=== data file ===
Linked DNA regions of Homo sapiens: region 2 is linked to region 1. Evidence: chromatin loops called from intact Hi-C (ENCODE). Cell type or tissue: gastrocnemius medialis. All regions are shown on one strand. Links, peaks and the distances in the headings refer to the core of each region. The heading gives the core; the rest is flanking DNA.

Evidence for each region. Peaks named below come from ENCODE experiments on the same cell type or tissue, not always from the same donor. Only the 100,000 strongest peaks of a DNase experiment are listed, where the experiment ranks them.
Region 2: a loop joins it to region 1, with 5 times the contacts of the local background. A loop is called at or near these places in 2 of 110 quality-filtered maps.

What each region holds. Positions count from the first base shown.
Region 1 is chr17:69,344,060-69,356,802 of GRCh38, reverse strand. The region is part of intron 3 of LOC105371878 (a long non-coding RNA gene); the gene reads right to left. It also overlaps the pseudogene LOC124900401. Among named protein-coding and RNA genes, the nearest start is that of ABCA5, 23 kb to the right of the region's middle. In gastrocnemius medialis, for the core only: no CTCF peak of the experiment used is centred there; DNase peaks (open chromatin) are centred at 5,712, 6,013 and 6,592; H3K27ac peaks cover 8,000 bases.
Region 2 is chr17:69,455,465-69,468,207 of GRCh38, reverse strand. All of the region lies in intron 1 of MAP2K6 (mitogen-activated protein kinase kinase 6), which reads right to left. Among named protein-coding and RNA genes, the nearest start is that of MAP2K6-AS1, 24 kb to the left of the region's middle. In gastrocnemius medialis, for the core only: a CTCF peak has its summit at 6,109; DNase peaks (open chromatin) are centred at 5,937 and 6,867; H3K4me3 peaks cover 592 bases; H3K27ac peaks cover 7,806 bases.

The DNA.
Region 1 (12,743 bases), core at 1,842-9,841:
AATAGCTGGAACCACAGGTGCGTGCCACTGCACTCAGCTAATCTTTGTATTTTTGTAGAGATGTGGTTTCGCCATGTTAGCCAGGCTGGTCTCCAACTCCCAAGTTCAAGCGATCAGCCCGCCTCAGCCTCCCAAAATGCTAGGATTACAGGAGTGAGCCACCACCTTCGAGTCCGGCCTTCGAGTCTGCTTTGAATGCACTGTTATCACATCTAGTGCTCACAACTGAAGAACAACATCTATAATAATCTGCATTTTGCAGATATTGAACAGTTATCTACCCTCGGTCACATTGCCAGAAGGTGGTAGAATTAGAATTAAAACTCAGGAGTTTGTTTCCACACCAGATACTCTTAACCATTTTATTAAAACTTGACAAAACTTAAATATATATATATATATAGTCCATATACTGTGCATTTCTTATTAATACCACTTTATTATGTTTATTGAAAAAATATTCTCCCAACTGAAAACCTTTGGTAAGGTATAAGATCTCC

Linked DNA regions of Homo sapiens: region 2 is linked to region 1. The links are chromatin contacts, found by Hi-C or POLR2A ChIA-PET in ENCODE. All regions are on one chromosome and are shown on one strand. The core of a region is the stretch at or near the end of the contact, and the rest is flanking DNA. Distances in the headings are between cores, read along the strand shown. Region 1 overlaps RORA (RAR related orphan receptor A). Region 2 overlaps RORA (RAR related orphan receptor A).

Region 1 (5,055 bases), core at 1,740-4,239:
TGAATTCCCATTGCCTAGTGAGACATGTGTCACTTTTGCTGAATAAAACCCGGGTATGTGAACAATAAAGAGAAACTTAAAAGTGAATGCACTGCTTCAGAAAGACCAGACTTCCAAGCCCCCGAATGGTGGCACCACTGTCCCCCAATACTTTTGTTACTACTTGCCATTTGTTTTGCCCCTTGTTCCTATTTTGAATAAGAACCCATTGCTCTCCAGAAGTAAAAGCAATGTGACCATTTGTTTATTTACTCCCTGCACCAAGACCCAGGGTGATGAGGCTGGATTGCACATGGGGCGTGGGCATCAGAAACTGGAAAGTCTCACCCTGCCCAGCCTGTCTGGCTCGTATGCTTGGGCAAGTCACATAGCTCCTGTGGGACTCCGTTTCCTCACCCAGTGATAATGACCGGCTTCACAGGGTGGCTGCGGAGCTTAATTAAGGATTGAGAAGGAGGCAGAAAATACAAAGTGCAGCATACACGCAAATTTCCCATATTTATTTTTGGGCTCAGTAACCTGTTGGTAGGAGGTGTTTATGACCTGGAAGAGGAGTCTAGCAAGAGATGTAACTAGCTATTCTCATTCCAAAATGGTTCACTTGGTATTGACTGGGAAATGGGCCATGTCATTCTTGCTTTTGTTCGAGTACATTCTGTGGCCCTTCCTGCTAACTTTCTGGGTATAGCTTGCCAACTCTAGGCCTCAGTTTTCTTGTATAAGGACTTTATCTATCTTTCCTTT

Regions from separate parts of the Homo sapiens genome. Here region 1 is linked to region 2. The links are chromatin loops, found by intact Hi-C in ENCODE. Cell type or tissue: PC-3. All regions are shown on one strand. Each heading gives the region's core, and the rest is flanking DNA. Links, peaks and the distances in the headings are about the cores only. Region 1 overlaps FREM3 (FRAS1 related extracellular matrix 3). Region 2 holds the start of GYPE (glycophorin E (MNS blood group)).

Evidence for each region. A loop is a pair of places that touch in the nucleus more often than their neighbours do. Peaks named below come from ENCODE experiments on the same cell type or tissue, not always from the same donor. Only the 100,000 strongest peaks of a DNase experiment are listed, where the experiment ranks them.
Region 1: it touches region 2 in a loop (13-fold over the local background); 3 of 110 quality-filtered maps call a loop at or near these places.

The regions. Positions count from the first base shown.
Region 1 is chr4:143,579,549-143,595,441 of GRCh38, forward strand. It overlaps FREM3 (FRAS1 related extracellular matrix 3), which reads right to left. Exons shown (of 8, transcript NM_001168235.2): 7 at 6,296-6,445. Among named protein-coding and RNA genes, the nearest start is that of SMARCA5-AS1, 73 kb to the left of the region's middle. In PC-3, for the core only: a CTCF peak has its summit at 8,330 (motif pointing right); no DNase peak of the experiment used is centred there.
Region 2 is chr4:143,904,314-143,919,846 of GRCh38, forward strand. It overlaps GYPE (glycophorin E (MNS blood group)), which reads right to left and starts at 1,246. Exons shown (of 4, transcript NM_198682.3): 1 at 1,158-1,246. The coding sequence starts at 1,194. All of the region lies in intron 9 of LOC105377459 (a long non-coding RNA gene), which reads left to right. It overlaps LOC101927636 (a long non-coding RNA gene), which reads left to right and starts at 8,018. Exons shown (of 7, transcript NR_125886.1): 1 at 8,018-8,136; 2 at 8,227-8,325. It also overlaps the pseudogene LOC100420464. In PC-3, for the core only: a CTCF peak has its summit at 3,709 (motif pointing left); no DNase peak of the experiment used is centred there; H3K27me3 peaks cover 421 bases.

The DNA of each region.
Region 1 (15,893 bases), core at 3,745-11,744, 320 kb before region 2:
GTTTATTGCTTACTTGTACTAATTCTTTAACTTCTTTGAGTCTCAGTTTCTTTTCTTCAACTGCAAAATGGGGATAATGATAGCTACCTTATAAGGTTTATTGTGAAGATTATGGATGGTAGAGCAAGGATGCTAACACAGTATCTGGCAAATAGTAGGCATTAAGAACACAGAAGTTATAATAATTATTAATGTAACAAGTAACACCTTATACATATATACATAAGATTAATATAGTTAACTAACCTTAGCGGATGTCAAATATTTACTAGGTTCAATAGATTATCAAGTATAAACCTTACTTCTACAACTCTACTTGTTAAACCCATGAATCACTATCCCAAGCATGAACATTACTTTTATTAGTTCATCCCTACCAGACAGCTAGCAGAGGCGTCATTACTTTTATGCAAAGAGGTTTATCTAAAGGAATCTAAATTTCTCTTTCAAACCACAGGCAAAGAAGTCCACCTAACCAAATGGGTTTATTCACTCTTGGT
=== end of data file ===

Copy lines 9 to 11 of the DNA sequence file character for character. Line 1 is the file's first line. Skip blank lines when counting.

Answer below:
AATAGCTGGAACCACAGGTGCGTGCCACTGCACTCAGCTAATCTTTGTATTTTTGTAGAGATGTGGTTTCGCCATGTTAGCCAGGCTGGTCTCCAACTCCCAAGTTCAAGCGATCAGCCCGCCTCAGCCTCCCAAAATGCTAGGATTACAGGAGTGAGCCACCACCTTCGAGTCCGGCCTTCGAGTCTGCTTTGAATGCACTGTTATCACATCTAGTGCTCACAACTGAAGAACAACATCTATAATAATCTGCATTTTGCAGATATTGAACAGTTATCTACCCTCGGTCACATTGCCAGAAGGTGGTAGAATTAGAATTAAAACTCAGGAGTTTGTTTCCACACCAGATACTCTTAACCATTTTATTAAAACTTGACAAAACTTAAATATATATATATATATAGTCCATATACTGTGCATTTCTTATTAATACCACTTTATTATGTTTATTGAAAAAATATTCTCCCAACTGAAAACCTTTGGTAAGGTATAAGATCTCC

Linked DNA regions of Homo sapiens: region 2 is linked to region 1. The links are chromatin contacts, found by Hi-C or POLR2A ChIA-PET in ENCODE. All regions are on one chromosome and are shown on one strand. The core of a region is the stretch at or near the end of the contact, and the rest is flanking DNA. Distances in the headings are between cores, read along the strand shown. Region 1 overlaps RORA (RAR related orphan receptor A). Region 2 overlaps RORA (RAR related orphan receptor A).

Region 1 (5,055 bases), core at 1,740-4,239: